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Thread: Bradford pear wood

  1. #1
    Join Date
    Feb 2009
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    College Park, MD
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    439

    Bradford pear wood

    Is this a good wood to turn. Just saw a facebook post from a friend who lost theirs already in this damn storm (hurricane Sandy). Looks like there is about 4 feet still standing in the ground to the first branch about 7 inches wide. Not a huge amount of wood but I figured I could make their kids something from it since they are going to miss the tree. I hear these trees fall early and split so I was wondering if is was a very stringy wood not good to turn??? Sadly I believe this storm is going to claim allot of trees that are not ready to be turned yet ...Thanks, John

  2. #2
    Join Date
    Jan 2006
    Location
    Rice, VA
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    John,

    One of my favorite woods to turn. Not stringy at all. Cuts like butter...........
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    Waste Knot Woods
    Rice, VA

  3. #3
    Join Date
    Feb 2008
    Location
    Central Ohio
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    842
    Great to turn, finishes nicely, takes detail really well. Trivia: Much of MC Escher's work was prints from blocks carved in face-grain pear. He preferred face grain because it was available in larger pieces (and more affordable) than end-grain, which was the preferred orientation for detail carving.
    Ridiculum Ergo Sum

  4. #4
    Join Date
    Oct 2008
    Location
    Fresno, Ca
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    4,032
    Never seen anything bad come out of BP...great wood!
    Your Respiratory Therapist wears combat boots

  5. #5
    I know it was popular in the 18 th century and some times ebonised and used for picture frames. Anyone know if it was also used natural color? I looked for info before and have not found much.

  6. #6
    Join Date
    Apr 2007
    Location
    Georgetown,KY
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    Just be sure to remove the pith in your work, because it checks like crazy when wet.

  7. #7
    Join Date
    Jan 2004
    Location
    Fredericksburg, TX
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    1,748
    Bradford Pear is one of my favorites and I'll help cut down a tree for the wood. I did find some large trunks a couple of years ago and turned several large bowls. I have done some salad bowls recently that were sanded to 400 and then flooded with Grapeseed Oil or Walnut Oil a couple of times. This past weekend we had a family reunion and a 16.5"D x 7" H bowl was used for the salad. I had lots of compliments and requests after some kin saw the bowl. Just wish I could find more of the large diameter.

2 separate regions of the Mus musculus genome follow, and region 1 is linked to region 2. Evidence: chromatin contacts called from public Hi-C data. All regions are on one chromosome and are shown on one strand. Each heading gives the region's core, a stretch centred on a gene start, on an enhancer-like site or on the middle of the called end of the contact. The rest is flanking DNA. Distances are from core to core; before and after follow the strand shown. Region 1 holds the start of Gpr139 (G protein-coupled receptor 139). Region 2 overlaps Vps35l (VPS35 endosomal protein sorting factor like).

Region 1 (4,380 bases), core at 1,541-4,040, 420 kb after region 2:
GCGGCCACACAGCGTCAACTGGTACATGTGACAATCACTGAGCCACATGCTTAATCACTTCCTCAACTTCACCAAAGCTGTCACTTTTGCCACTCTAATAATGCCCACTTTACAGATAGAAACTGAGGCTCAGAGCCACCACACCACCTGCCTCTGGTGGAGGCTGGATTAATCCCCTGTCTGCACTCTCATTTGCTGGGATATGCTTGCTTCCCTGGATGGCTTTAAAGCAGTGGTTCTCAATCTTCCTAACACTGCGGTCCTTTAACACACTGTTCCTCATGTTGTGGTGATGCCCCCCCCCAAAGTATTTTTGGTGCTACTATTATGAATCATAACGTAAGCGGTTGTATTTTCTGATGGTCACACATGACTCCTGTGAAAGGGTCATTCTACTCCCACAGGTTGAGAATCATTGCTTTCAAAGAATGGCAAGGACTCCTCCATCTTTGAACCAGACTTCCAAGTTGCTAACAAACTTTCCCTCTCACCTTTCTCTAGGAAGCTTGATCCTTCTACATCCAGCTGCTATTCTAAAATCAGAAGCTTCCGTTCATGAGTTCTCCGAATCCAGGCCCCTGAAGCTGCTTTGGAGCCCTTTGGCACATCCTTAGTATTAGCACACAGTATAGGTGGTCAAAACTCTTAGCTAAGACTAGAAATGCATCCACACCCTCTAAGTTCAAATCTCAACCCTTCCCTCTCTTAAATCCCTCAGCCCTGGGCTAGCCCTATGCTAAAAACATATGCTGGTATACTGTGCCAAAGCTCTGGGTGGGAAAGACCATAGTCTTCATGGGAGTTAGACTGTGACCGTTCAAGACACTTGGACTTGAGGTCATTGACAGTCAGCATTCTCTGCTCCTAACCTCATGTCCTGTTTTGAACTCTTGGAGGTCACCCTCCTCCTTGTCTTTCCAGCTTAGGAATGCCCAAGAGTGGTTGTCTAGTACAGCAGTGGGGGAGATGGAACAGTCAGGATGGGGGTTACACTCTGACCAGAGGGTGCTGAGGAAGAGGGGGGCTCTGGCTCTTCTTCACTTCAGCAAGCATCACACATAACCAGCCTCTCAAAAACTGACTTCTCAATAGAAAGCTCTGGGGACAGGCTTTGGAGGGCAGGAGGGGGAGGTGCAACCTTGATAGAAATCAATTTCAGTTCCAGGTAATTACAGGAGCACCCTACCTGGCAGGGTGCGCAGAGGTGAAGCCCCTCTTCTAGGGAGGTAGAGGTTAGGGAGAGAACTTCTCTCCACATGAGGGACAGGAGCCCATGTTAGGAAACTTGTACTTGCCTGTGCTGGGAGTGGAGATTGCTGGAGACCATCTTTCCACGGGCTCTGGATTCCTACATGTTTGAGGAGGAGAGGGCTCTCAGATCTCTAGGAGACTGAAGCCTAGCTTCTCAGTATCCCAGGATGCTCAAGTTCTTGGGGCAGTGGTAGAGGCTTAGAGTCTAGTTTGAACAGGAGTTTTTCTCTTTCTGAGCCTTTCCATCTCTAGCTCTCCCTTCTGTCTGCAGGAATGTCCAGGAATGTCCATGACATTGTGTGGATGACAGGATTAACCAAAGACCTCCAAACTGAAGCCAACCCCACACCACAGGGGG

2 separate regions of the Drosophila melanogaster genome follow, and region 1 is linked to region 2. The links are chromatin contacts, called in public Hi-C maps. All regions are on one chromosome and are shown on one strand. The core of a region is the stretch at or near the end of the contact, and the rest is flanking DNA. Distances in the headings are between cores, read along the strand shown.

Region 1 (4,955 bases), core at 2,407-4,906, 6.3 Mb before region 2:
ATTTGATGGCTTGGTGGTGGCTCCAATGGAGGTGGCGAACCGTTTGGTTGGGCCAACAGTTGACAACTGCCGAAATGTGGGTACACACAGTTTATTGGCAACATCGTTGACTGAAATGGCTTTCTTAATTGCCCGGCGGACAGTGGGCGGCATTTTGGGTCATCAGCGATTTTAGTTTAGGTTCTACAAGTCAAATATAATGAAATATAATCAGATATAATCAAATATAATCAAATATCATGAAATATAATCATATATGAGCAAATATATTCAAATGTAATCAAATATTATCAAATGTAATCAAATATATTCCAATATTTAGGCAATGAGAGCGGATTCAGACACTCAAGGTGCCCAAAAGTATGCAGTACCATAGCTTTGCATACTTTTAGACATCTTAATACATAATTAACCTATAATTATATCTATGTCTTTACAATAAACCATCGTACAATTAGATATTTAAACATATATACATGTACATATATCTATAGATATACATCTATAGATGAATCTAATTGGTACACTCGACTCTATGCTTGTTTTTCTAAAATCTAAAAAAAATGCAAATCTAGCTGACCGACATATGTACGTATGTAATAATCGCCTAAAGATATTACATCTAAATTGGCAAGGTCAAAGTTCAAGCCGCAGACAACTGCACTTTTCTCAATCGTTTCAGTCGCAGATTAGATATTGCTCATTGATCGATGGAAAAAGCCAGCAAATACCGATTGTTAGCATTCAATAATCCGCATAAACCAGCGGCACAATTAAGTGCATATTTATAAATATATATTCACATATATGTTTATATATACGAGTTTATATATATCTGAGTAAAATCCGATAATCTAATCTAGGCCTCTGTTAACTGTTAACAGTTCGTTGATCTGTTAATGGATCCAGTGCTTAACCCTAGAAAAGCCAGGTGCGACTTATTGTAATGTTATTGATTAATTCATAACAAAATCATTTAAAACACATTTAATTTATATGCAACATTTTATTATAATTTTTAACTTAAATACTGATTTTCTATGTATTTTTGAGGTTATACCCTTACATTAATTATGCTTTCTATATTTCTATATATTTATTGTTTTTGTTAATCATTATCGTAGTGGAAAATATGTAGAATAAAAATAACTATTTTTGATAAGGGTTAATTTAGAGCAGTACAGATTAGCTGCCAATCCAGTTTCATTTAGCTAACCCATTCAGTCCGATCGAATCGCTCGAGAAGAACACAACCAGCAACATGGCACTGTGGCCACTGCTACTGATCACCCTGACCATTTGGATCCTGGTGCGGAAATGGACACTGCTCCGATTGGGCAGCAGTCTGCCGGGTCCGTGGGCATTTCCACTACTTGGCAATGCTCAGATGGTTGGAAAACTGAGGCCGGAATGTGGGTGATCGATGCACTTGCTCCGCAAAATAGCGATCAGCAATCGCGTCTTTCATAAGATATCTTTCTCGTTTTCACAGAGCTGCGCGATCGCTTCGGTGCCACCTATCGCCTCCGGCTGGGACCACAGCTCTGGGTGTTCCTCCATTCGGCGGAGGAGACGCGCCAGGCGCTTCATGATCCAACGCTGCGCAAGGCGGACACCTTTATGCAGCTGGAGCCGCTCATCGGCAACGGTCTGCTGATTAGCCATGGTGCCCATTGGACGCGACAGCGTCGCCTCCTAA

BP is also good for end grain boxes if you let the wood dry before turning. The shrink during drying makes turning boxes green almost out of the question. I have also seen limb wood used for stem goblets where the pith is off center and out of the stem.

    Last work of caution - watch out for the sap slinging out of wet wood. It does not seem to rust everything like oak and other woods, but does have a little red to the stain.

  8. #8
    Join Date
    Jan 2005
    Location
    Goodland, Kansas
    Posts
    22,603
    Great wood to turn. Make sure the pith is out as was said.
    Bernie

    Never put off until tomorrow what you can do the day after tomorrow.

    To succeed in life, you need three things: a wishbone, a backbone and a funnybone.



  9. #9
    Join Date
    Feb 2009
    Location
    College Park, MD
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    439
    Thanks to all. The tree is at my Godsons house and I need to get up to see him for his birthday. I will help his dad cut it away and grab the trunk. Like I said it is not a big tree and it snapped off at about 4 foot off the ground. That 4 foot section is around 7 inches so I have some small bowl blanks and other small stuff. The rest is just 2 inch and smaller branches. Small tree that Sandy took to soon ...

  10. #10
    Join Date
    Nov 2007
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    Columbia, MD
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    No real damage up this way, as far as I can tell. Guess I won't be restocking my supply any time soon :-/
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  11. #11
    Join Date
    Feb 2009
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    Chatsworth, GA
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    Bradford pear is a great wood to turn. It turns easily and looks good.

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